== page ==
Kicking Butt in Computer Science: Women in Computing at Carnegie Mellon University by Carol Frieze, Ph.D. and Jeria Quesenberry, Ph.D.
Excerpt from Chapter 2 – “Women’s Participation in Computing Really Does Matter”:
Investigations like those carried out by Deloitte, McKinsey & Company,
Inc. and Lehman Brothers endorse the idea that diversity should be seen
as a means for finding good solutions, not a target number. Professor Orit
Hazzan uses Carnegie Mellon as an academic example along with examples
from industry to propose, and we agree, “it is in the interest of the
computing world, rather than in the interest of any specific under represented
group in this community, to enhance diversity in general” (Hazzan,
2006, p. 1). Changes in the culture of computing at Carnegie
Mellon have shown that a more diverse student body, including
increased numbers of women students, has enriched the social and academic
environment for everyone.
We have seen from the data that the number of women in CS is seriously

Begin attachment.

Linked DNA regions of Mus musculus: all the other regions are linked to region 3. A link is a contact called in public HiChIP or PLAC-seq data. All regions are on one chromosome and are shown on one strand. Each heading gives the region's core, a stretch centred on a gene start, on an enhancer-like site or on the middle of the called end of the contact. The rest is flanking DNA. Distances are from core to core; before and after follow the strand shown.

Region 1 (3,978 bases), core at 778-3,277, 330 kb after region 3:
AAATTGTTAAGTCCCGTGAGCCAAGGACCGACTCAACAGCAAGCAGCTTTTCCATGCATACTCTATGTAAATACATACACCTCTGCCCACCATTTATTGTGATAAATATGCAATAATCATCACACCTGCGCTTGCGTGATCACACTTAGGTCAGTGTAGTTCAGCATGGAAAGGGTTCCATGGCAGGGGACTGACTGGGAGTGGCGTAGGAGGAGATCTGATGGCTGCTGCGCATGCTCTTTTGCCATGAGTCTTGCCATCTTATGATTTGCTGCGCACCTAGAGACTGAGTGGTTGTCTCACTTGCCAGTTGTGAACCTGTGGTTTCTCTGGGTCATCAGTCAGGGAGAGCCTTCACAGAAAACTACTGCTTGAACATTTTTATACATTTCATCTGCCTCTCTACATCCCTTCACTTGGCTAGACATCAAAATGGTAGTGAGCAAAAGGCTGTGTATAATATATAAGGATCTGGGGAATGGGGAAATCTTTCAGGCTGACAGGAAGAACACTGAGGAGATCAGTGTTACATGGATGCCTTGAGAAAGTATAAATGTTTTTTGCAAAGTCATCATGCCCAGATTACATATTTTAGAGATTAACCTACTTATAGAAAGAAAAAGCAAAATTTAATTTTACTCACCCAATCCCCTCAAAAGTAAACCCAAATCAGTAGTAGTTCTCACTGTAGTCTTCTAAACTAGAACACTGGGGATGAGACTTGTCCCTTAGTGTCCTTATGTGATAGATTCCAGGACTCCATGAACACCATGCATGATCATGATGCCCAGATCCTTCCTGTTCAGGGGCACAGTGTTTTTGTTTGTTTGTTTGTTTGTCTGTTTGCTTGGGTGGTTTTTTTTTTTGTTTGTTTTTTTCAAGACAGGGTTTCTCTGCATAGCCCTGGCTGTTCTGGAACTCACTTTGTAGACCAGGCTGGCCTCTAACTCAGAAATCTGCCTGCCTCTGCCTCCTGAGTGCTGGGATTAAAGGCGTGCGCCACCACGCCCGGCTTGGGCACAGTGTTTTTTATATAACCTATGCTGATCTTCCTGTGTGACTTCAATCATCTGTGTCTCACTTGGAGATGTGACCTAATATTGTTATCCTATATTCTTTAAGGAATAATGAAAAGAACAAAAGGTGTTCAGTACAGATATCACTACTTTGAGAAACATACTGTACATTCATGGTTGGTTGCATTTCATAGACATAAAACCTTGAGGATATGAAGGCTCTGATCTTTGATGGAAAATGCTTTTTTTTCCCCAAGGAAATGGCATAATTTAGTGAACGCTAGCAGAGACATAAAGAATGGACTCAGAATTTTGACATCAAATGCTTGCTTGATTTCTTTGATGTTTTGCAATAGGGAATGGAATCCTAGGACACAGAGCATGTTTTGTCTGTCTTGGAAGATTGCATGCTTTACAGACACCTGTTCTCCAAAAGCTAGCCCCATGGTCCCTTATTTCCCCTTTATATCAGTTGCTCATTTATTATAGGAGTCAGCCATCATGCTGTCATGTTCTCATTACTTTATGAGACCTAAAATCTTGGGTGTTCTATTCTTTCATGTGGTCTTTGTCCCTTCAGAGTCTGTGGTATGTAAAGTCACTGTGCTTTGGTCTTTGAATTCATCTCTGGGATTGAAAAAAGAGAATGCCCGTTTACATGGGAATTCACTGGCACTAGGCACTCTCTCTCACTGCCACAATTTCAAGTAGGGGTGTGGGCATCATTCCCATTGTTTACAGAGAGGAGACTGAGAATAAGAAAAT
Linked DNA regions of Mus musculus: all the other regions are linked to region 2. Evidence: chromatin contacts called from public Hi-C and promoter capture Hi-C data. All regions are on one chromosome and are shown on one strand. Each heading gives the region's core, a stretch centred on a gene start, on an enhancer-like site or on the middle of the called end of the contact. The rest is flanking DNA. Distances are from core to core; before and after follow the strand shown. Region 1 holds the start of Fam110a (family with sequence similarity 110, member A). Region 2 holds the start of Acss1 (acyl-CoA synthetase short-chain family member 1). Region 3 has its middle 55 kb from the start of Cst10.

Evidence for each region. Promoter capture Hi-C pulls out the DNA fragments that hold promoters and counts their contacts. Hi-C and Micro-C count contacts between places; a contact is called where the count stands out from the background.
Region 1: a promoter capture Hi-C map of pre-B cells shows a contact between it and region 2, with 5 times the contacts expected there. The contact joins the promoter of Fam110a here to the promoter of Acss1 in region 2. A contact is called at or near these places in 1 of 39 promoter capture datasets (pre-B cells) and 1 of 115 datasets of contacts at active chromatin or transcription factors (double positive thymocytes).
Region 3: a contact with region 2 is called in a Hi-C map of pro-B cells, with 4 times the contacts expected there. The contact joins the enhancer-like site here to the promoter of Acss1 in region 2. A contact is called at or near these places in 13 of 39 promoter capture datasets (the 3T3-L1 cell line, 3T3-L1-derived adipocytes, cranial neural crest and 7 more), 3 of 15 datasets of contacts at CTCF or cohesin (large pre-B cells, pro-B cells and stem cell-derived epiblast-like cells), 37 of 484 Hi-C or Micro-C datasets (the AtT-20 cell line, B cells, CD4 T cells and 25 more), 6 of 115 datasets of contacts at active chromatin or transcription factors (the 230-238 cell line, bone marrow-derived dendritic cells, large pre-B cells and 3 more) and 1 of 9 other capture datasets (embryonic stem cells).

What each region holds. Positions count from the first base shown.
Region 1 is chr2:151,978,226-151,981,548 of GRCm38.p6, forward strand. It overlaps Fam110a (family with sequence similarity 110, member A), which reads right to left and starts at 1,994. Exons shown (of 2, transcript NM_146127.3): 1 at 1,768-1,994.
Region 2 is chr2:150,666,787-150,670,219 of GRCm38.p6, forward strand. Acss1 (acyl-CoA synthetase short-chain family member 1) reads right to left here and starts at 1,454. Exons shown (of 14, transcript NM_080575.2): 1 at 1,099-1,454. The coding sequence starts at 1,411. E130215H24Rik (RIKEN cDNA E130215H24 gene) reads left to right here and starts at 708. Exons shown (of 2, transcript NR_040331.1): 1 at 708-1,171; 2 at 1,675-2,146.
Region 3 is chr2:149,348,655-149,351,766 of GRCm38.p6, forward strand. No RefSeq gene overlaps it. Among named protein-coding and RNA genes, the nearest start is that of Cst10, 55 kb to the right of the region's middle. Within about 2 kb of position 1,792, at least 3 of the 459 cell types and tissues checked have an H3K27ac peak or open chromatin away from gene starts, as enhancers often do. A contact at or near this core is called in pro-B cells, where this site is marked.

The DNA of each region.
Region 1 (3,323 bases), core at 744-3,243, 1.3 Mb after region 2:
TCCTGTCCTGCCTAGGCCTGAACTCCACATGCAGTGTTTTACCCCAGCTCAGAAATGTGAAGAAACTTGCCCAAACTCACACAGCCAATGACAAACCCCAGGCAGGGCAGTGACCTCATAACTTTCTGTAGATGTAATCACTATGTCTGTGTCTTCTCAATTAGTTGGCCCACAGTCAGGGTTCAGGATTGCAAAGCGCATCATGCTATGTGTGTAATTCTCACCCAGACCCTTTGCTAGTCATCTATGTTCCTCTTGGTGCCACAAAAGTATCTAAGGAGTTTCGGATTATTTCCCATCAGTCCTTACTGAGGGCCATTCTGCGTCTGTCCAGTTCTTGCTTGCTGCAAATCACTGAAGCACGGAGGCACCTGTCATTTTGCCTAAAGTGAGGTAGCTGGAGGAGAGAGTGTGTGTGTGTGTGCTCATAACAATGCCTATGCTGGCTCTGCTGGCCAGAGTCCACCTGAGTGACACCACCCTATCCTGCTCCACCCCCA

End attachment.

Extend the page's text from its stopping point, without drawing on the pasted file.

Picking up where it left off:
low; yet clearly the potential is there. In the United States we face the
mystery of why women are not taking full advantage of the opportunities
and the intellectual challenges of what is probably the fastest growing
field in the nation. Why are women apparently choosing to miss out on a
range of exciting and rewarding career opportunities? In the meantime
the field is missing out on a broad spectrum of talent that a more diverse
student body and workforce could contribute. Thus, it is generally
argued, and agreed, that women’s participation in CS really does matter.
The low representation of women in CS needs to be turned around for
the benefit of women, for the benefit of the field, and, with fears of the
United States falling behind its competitors, for the benefit of the nation
as a whole.